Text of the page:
The 'Barker hypothesis' explains that our organs and their functions undergo 'programming' during our time as an embryo and foetus. This programming then determines to an extent how these organs and functions will behave into childhood and adulthood.
Certain environmental factors can result in the fetus developing adaptations, say, to deal with maternal malnutrition or undernutrition. These adaptations can lead to permanent structural, physiological and metabolic changes which can predispose the fetus to cardiovascular, metabolic and endocrine disease in later life.
Animal studies have shown that the body has a 'memory' for undernutrition in utero. This can alter blood pressure, cholesterol metabolism, insulin response to glucose, and other metabolic, endocrine and immune functions important to human diseases.
The fetus is affected by the maternal status - her diet, body composition, blood flow to the uterus and placenta, and genes. A severe restriction in maternal nutrition will cause changes in the production of fetal and placental hormones that regulate metabolism, blood flow and control growth. Prolonged undernourishment causes a reduction in metabolic rate - and this is why we see low weight babies being predisposed to obesity and diabetes later in life.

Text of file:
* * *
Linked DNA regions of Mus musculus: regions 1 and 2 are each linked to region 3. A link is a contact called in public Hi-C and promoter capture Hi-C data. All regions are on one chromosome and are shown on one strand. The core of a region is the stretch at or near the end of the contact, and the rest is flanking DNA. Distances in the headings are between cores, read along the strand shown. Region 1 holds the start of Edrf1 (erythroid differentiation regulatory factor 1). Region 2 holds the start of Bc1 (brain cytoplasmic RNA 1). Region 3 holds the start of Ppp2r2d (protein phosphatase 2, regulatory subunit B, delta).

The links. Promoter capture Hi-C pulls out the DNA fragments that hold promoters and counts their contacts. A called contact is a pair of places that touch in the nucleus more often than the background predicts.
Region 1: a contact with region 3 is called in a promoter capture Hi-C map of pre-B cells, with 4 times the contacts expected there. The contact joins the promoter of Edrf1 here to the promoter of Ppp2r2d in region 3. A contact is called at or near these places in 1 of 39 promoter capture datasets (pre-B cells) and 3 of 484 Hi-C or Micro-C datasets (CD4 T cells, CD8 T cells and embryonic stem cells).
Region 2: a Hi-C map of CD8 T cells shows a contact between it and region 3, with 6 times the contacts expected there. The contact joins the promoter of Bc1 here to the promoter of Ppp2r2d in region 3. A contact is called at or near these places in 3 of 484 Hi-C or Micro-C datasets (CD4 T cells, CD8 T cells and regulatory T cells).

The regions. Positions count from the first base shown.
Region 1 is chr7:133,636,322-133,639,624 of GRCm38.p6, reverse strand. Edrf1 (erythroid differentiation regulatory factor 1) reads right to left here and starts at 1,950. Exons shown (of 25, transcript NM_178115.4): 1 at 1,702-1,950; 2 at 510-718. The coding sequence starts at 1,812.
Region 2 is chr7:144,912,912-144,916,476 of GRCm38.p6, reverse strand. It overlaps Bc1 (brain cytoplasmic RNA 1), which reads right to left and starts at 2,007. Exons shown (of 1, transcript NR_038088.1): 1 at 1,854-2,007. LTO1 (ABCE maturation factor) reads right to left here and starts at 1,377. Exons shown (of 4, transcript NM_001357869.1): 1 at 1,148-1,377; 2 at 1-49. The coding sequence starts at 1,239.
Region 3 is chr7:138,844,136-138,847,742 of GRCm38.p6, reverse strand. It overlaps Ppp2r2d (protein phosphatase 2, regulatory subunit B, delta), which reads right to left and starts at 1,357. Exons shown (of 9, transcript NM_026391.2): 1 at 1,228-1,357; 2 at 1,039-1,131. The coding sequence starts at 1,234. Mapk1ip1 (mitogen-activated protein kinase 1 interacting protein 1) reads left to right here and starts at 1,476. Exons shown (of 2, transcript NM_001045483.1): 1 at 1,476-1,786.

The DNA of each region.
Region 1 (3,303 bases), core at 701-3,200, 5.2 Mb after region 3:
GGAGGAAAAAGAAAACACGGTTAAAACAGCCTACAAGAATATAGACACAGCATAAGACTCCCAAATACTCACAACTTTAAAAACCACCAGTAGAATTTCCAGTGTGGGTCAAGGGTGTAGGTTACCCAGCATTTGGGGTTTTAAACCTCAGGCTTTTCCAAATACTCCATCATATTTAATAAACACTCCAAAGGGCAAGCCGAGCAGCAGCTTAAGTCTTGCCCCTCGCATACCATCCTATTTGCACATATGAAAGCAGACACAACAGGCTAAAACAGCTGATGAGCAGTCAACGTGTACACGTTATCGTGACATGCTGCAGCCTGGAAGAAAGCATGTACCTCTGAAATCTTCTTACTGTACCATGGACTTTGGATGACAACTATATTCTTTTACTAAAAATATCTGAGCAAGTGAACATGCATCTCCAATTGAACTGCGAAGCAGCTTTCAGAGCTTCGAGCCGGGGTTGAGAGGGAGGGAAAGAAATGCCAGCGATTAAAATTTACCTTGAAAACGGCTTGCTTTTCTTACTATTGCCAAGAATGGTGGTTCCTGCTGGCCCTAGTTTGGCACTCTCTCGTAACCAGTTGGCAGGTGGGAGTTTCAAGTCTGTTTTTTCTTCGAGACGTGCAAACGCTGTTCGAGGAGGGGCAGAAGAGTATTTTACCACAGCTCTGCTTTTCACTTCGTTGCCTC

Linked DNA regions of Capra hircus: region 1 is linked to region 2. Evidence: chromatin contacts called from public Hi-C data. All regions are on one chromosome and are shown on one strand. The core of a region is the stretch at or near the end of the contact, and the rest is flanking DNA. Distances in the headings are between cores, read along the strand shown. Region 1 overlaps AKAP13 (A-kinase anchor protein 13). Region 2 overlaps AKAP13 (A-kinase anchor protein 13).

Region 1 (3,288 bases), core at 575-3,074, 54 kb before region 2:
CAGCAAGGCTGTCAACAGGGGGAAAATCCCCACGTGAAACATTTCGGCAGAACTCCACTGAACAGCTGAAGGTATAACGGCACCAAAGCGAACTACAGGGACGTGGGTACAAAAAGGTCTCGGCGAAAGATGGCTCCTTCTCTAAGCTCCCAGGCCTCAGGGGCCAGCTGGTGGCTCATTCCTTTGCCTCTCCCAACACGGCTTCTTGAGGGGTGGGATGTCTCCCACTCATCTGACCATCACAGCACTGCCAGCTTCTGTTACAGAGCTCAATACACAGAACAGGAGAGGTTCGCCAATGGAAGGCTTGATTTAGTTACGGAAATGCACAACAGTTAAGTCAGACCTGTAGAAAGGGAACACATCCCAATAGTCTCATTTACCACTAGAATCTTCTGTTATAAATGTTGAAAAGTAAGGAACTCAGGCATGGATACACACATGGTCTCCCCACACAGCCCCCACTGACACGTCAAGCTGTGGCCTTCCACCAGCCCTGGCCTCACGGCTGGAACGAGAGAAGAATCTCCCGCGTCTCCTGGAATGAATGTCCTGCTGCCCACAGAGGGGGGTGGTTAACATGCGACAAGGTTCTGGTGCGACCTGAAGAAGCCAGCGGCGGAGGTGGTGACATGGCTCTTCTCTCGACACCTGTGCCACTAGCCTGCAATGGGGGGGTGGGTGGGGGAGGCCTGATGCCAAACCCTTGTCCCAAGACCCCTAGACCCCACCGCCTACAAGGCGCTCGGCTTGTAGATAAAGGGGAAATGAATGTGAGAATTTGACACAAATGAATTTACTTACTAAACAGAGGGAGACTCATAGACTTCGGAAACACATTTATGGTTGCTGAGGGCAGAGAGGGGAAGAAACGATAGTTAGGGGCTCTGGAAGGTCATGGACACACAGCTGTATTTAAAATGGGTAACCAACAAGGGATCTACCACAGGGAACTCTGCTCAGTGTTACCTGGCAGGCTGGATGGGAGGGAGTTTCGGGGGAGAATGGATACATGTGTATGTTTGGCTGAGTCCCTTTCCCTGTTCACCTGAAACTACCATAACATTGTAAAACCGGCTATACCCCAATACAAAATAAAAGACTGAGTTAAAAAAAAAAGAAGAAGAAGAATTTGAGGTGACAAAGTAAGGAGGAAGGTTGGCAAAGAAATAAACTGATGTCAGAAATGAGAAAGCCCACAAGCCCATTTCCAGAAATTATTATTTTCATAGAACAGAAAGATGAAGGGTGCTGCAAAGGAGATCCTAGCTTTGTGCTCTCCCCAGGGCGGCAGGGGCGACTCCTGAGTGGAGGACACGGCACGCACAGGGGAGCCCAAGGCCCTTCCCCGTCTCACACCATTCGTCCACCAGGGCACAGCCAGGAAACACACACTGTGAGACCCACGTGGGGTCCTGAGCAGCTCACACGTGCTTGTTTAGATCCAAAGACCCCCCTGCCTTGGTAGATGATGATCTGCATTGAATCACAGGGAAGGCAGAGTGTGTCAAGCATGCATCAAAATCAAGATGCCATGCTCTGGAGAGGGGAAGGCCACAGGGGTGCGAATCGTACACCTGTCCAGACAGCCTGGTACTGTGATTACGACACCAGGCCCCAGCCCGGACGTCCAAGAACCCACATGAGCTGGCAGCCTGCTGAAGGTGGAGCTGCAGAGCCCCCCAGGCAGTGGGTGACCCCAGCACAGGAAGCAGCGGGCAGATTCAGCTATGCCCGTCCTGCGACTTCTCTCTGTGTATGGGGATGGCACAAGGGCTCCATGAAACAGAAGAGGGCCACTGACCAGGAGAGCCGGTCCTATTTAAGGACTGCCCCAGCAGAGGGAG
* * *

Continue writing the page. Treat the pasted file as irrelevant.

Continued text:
If there is a severe undernourishment in late pregnancy when organs and tissues are growing rapidly, the fetus will have to prioritise growth - and this goes mostly to the brain tissue - which is essential for immediate survival. This leads to blood flow being directed away from the liver and abdominal tissues, leading to slowed growth in these areas.
Luckily, in the western world, we have many resources available to us so we do not see many cases of severe maternal undernourishment. We have high quality supplements available to us, and we have the access to good food which can nourish us and our baby.
The reason we have highlighted Fetal programming is to show you just how vulnerable the fetus is to maternal influence. With the rise of diabetes, obesity and ill health starting in childhood, we really do need to be aware of just how delicate our babies are in utero.
Yes, our bodies are designed to grow a human from start to finish in even the most dire of circumstances - but this would be at a cost. It is our job to make sure that we are receiving the right nourishment from our food to create the healthiest baby we can.
A little explanation of some of the words used above!